As important as Cooper's sea tales were, he remains better known today for his wilderness novels. Cooper himself concluded that the center of his achievement lay in the five Leather-Stocking Tales, a mythic chronicle stretching from the 1740s to the time of Lewis and Clark and capturing key epochs of American life.

In his frontier fictions especially, Cooper helped set the terms of American dreaming. That he made his myths complex, full of concern for the fate of the leveled continent and the scattered native populations, meant, too, that he did not merely cheer on the wanton “progress” of Euro-American pioneers. Cooper appreciated the great energy that ordinary settlers expended in moving west, and the heroic visions that drove them. But he was never blind to the pettiness, the squalor, the wastefulness, or the injustice happening.

The sad slaughter of the passenger pigeons by the inhabitants of the village of Templeton in The Pioneers is a case in point. In Cooper's youth, those birds had been legendary for the enormous flocks that darkened the sky all across the East. At his death, they were in precipitous decline because of overhunting, and in 1914 the last one died in the Cincinnati Zoo. In his warm response to the book, D. H. Lawrence enthused over Cooper's description of the “clouds of pigeons flying from the south, myriads of pigeons, shot in heaps.” Cooper directed his reader's attention to the pathetic eyes with which the wounded birds, lying in those heaps, look up at Natty “as if they only wanted tongues to say their thoughts.” Judge Temple, whose own enthusiasm for the hunt dies in the pigeons' pain, takes Natty's hint: “I see nothing but eyes, in every direction. . . . I think it is time to end the sport, if sport it be." Cooper understood that even the tender mercies of the wicked are cruel; the judge recruits the village schoolboys to end the suffering of the birds by twisting off their heads. He will pay them six cents per hundred on delivery. By such means, Cooper insisted, does nature become "ours.”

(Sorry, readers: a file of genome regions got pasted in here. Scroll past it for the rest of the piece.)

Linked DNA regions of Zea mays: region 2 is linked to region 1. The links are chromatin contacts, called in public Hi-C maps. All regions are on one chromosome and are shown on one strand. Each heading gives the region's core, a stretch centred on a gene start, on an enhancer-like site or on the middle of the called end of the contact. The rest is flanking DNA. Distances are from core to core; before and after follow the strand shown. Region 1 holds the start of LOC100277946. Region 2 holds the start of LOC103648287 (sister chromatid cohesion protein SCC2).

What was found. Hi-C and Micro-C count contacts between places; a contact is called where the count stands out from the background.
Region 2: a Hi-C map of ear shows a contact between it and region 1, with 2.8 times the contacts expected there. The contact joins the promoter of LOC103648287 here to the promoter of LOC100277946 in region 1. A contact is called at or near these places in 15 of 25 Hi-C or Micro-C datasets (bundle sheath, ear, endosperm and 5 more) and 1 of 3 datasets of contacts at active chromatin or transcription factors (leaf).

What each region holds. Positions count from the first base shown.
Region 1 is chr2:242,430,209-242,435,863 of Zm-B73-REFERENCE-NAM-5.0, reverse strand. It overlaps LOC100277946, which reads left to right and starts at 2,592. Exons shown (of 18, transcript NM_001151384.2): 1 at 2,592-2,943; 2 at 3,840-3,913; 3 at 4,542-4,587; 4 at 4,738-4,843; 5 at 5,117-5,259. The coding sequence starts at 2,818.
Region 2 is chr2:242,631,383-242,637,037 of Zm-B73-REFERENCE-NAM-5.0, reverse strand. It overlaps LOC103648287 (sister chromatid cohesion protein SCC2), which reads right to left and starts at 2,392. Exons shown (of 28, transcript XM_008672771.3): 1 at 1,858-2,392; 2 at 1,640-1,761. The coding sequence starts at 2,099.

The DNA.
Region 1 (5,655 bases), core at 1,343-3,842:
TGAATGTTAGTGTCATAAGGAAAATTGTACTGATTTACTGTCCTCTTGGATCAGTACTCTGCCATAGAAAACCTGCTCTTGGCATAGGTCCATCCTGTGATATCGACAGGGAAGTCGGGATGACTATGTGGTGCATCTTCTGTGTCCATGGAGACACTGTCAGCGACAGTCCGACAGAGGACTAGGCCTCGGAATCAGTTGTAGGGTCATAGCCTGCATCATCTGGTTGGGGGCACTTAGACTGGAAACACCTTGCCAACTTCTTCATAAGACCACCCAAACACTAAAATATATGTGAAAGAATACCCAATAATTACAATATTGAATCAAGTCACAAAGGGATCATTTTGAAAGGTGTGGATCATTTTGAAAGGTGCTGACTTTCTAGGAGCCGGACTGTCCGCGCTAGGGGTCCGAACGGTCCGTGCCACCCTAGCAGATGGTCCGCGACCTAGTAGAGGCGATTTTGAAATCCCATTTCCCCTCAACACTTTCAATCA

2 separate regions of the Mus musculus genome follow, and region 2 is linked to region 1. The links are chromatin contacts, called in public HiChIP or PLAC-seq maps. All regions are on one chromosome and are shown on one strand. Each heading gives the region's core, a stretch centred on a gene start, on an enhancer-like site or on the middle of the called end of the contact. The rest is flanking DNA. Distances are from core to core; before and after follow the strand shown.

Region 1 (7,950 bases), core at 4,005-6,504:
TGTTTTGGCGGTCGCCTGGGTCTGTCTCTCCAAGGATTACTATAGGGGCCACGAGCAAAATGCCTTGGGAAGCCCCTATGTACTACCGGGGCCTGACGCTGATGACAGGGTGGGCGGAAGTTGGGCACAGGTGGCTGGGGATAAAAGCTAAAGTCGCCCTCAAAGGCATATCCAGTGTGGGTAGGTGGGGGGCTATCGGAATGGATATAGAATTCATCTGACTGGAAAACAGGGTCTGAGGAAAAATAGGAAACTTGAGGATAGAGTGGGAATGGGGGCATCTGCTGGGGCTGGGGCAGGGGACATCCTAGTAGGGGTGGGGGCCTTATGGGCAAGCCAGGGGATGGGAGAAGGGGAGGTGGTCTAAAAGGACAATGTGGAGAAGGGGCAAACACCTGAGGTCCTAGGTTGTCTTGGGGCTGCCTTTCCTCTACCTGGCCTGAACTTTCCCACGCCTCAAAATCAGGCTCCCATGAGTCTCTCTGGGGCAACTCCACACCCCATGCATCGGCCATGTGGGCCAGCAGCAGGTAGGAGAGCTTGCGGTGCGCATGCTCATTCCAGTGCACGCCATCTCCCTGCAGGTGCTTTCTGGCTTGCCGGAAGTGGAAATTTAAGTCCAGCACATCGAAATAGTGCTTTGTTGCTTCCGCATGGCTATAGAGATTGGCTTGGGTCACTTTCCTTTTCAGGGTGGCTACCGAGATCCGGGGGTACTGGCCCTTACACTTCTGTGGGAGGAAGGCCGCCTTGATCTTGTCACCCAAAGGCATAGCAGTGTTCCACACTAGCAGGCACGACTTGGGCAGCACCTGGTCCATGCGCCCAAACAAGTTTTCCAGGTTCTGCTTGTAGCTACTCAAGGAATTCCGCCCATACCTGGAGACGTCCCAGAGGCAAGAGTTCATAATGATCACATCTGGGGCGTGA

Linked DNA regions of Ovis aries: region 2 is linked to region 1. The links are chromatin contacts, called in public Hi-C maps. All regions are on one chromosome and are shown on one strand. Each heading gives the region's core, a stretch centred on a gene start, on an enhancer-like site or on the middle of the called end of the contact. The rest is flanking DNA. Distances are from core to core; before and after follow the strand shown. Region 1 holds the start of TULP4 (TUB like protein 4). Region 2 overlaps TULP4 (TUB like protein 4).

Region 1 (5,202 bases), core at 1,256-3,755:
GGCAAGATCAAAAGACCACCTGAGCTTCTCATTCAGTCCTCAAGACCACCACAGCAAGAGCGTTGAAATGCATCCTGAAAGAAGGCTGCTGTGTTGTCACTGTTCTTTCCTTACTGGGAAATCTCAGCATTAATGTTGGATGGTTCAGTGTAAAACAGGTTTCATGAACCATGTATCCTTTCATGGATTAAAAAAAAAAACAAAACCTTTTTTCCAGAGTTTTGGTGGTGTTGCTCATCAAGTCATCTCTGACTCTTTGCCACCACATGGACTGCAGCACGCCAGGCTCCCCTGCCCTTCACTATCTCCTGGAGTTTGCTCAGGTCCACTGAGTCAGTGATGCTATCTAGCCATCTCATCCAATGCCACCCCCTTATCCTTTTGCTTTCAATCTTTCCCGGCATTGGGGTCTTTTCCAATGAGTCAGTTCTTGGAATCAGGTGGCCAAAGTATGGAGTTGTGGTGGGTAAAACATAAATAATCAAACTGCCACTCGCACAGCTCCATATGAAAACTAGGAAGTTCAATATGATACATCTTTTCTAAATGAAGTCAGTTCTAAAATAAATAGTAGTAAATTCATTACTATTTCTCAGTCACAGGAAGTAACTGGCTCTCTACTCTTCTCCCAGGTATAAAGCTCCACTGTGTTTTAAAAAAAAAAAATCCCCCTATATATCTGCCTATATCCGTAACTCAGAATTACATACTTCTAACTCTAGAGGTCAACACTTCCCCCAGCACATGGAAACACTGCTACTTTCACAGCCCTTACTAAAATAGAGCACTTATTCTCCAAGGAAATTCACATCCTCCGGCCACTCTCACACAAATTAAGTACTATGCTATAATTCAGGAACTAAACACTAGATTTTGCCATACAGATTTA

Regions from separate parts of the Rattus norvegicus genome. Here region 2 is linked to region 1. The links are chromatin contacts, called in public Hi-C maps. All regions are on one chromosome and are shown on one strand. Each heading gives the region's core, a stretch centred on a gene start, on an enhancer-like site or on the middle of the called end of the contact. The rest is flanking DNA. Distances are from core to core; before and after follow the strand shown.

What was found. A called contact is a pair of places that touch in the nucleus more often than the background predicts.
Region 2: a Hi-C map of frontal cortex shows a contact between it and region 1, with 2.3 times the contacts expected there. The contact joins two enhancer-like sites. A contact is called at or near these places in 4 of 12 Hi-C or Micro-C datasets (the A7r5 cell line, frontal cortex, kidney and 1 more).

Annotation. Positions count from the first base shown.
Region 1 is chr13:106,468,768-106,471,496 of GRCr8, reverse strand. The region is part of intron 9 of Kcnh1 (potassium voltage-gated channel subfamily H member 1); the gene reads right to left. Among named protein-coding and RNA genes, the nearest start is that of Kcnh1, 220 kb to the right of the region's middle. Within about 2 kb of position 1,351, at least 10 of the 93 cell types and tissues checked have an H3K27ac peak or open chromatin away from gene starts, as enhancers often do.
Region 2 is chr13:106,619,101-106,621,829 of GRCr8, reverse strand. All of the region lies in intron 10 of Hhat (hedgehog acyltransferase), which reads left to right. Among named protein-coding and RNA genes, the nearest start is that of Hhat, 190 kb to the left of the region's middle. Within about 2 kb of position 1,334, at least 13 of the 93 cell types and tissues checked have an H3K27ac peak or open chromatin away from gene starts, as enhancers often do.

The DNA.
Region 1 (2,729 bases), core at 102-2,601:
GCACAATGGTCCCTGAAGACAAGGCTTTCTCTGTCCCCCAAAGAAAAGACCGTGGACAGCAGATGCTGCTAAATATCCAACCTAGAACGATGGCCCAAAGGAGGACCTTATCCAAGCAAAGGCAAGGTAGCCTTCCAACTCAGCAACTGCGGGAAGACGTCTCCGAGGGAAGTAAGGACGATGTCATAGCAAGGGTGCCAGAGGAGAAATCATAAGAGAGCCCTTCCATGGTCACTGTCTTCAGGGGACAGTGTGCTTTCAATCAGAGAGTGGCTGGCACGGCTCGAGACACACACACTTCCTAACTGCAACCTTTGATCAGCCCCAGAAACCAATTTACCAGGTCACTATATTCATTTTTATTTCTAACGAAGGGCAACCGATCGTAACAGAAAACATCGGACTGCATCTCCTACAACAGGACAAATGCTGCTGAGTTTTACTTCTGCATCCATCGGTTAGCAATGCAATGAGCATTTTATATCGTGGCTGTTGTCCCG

Here was the beginning of an American environmental conscience. Thinking back to his own youth, Cooper remembered the naïve destructiveness of the earlier era and endeavored to set it right. Thoreau, who read Cooper while at Harvard in the 1830s, imbibed the core message from his frontier novels. Later, at Walden Pond, Thoreau sought what Cooper had urged Americans to imagine or discover—a relation to nature that did not destroy the wild but rather cherished and internalized it. In Natty, Cooper had shown the way.

Cooper was not just a pathbreaking figure in the history of writing in the United States, or a potent visionary of forest and sea; he was a remarkably representative man. He was as much at home in the salons of New York City or the country houses of the rural Hudson Valley as in the raw frontier villages where his family's life had taken its root and rise. Knowing the country's most characteristic landscapes in ways that few of his contemporaries did, Cooper wrote of them with unexampled authority. In a similar fashion, his experience in the merchant marine took him to Europe at the height of the Napoleonic conflicts, a time of immense importance to American interests. He closely followed the War of 1812, partly because his friends fought in it and partly because so much hinged on its outcome. Cooper thereafter joined in the effort of his most influential contemporaries to forge a new culture for the reaffirmed nation. One might say that Cooper's story is almost incidentally a literary story. It is first a story of how, in literature and a hundred other activities, Americans during this period sought to solidify their political and cultural and economic independence from Great Britain and, as the Revolutionary generation died, stipulate what the maturing Republic was to become.

Wayne Franklin is a professor of English and director of American studies at the University of Connecticut. He received an NEH fellowship to support his research on James Fenimore Cooper.